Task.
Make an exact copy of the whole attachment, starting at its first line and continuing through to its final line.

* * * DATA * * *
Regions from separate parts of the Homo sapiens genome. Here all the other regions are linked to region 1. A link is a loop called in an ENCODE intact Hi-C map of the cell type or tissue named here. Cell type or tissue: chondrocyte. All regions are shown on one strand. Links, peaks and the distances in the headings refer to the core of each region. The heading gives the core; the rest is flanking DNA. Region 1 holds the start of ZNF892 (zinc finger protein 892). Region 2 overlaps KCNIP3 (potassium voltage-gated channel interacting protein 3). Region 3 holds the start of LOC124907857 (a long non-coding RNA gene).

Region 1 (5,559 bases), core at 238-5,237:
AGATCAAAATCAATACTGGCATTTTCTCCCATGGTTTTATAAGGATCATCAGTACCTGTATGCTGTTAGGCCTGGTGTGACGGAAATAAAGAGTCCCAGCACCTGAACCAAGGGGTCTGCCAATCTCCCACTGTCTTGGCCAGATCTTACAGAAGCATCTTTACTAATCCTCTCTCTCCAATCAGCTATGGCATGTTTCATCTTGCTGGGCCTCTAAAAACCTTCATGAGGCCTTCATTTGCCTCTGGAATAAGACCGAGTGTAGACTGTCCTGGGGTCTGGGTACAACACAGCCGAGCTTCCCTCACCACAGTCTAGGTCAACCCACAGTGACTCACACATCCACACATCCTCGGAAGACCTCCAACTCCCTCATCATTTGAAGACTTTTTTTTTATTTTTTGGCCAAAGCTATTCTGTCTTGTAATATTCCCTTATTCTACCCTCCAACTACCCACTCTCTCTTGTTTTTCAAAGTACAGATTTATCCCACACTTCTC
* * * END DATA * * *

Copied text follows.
Regions from separate parts of the Homo sapiens genome. Here all the other regions are linked to region 1. A link is a loop called in an ENCODE intact Hi-C map of the cell type or tissue named here. Cell type or tissue: chondrocyte. All regions are shown on one strand. Links, peaks and the distances in the headings refer to the core of each region. The heading gives the core; the rest is flanking DNA. Region 1 holds the start of ZNF892 (zinc finger protein 892). Region 2 overlaps KCNIP3 (potassium voltage-gated channel interacting protein 3). Region 3 holds the start of LOC124907857 (a long non-coding RNA gene).

Region 1 (5,559 bases), core at 238-5,237:
AGATCAAAATCAATACTGGCATTTTCTCCCATGGTTTTATAAGGATCATCAGTACCTGTATGCTGTTAGGCCTGGTGTGACGGAAATAAAGAGTCCCAGCACCTGAACCAAGGGGTCTGCCAATCTCCCACTGTCTTGGCCAGATCTTACAGAAGCATCTTTACTAATCCTCTCTCTCCAATCAGCTATGGCATGTTTCATCTTGCTGGGCCTCTAAAAACCTTCATGAGGCCTTCATTTGCCTCTGGAATAAGACCGAGTGTAGACTGTCCTGGGGTCTGGGTACAACACAGCCGAGCTTCCCTCACCACAGTCTAGGTCAACCCACAGTGACTCACACATCCACACATCCTCGGAAGACCTCCAACTCCCTCATCATTTGAAGACTTTTTTTTTATTTTTTGGCCAAAGCTATTCTGTCTTGTAATATTCCCTTATTCTACCCTCCAACTACCCACTCTCTCTTGTTTTTCAAAGTACAGATTTATCCCACACTTCTC